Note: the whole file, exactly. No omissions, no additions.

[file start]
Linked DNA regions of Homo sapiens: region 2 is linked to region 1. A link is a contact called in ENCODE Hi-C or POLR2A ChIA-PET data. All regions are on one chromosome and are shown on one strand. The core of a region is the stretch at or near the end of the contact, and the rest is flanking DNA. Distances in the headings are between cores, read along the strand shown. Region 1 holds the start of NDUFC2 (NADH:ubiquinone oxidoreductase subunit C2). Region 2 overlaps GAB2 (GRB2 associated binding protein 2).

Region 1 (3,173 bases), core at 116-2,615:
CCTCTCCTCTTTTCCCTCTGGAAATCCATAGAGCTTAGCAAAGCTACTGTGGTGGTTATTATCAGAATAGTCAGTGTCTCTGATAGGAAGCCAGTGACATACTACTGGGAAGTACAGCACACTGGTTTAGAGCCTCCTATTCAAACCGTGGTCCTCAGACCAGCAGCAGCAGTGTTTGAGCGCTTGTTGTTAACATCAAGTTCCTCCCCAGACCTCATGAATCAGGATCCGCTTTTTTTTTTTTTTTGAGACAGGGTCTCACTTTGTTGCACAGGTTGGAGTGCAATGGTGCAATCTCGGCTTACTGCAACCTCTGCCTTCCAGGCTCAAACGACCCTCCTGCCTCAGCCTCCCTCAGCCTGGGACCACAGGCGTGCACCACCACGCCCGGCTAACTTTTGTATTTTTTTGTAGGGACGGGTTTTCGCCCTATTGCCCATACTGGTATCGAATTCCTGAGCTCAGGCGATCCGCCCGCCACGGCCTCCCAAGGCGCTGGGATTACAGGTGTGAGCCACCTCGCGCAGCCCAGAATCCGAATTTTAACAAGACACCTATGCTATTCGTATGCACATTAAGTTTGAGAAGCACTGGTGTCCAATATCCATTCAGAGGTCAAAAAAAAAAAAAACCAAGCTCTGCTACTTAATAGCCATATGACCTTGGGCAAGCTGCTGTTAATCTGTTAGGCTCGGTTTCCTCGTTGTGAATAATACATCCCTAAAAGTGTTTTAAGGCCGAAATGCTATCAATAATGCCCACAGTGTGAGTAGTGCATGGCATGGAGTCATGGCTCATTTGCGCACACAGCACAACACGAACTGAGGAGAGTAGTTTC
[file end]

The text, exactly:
Linked DNA regions of Homo sapiens: region 2 is linked to region 1. A link is a contact called in ENCODE Hi-C or POLR2A ChIA-PET data. All regions are on one chromosome and are shown on one strand. The core of a region is the stretch at or near the end of the contact, and the rest is flanking DNA. Distances in the headings are between cores, read along the strand shown. Region 1 holds the start of NDUFC2 (NADH:ubiquinone oxidoreductase subunit C2). Region 2 overlaps GAB2 (GRB2 associated binding protein 2).

Region 1 (3,173 bases), core at 116-2,615:
CCTCTCCTCTTTTCCCTCTGGAAATCCATAGAGCTTAGCAAAGCTACTGTGGTGGTTATTATCAGAATAGTCAGTGTCTCTGATAGGAAGCCAGTGACATACTACTGGGAAGTACAGCACACTGGTTTAGAGCCTCCTATTCAAACCGTGGTCCTCAGACCAGCAGCAGCAGTGTTTGAGCGCTTGTTGTTAACATCAAGTTCCTCCCCAGACCTCATGAATCAGGATCCGCTTTTTTTTTTTTTTTGAGACAGGGTCTCACTTTGTTGCACAGGTTGGAGTGCAATGGTGCAATCTCGGCTTACTGCAACCTCTGCCTTCCAGGCTCAAACGACCCTCCTGCCTCAGCCTCCCTCAGCCTGGGACCACAGGCGTGCACCACCACGCCCGGCTAACTTTTGTATTTTTTTGTAGGGACGGGTTTTCGCCCTATTGCCCATACTGGTATCGAATTCCTGAGCTCAGGCGATCCGCCCGCCACGGCCTCCCAAGGCGCTGGGATTACAGGTGTGAGCCACCTCGCGCAGCCCAGAATCCGAATTTTAACAAGACACCTATGCTATTCGTATGCACATTAAGTTTGAGAAGCACTGGTGTCCAATATCCATTCAGAGGTCAAAAAAAAAAAAAACCAAGCTCTGCTACTTAATAGCCATATGACCTTGGGCAAGCTGCTGTTAATCTGTTAGGCTCGGTTTCCTCGTTGTGAATAATACATCCCTAAAAGTGTTTTAAGGCCGAAATGCTATCAATAATGCCCACAGTGTGAGTAGTGCATGGCATGGAGTCATGGCTCATTTGCGCACACAGCACAACACGAACTGAGGAGAGTAGTTTC